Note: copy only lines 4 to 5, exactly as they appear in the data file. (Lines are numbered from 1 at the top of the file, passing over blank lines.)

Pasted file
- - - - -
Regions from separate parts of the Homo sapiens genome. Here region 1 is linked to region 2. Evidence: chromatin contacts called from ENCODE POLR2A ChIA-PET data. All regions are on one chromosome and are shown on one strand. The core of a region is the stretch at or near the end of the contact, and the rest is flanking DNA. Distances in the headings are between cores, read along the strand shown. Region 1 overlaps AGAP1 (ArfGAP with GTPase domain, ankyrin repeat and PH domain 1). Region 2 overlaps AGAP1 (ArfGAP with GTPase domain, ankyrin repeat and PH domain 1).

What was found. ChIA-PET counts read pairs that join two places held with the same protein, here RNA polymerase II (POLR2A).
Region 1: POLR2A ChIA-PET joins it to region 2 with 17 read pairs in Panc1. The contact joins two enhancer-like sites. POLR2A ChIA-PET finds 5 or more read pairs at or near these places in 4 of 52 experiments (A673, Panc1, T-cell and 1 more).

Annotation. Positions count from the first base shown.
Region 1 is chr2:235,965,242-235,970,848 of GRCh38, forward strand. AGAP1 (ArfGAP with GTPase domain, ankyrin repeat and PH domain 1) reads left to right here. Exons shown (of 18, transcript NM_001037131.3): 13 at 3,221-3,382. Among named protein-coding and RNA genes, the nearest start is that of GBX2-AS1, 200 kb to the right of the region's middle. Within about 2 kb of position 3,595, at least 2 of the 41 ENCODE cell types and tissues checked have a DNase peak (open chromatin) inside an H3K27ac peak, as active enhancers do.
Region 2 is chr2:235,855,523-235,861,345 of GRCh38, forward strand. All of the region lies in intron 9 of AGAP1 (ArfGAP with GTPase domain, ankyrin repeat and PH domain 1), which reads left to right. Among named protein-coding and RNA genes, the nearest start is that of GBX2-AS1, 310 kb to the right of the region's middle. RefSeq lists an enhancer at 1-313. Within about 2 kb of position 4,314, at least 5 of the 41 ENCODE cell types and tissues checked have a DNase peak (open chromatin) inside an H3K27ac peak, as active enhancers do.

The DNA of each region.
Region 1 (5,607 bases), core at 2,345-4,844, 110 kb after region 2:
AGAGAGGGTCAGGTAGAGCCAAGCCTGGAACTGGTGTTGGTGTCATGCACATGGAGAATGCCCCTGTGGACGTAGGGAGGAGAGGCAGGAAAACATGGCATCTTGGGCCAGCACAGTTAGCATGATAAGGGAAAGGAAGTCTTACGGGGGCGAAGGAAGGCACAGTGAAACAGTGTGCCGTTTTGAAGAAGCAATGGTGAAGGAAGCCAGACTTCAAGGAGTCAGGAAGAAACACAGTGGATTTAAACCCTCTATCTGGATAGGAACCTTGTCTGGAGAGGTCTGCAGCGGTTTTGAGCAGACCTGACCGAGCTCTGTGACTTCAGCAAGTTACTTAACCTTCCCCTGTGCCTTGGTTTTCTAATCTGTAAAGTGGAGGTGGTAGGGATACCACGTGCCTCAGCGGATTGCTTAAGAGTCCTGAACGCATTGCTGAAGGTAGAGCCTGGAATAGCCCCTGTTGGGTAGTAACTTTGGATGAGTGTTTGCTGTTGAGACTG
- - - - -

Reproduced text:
Annotation. Positions count from the first base shown.
Region 1 is chr2:235,965,242-235,970,848 of GRCh38, forward strand. AGAP1 (ArfGAP with GTPase domain, ankyrin repeat and PH domain 1) reads left to right here. Exons shown (of 18, transcript NM_001037131.3): 13 at 3,221-3,382. Among named protein-coding and RNA genes, the nearest start is that of GBX2-AS1, 200 kb to the right of the region's middle. Within about 2 kb of position 3,595, at least 2 of the 41 ENCODE cell types and tissues checked have a DNase peak (open chromatin) inside an H3K27ac peak, as active enhancers do.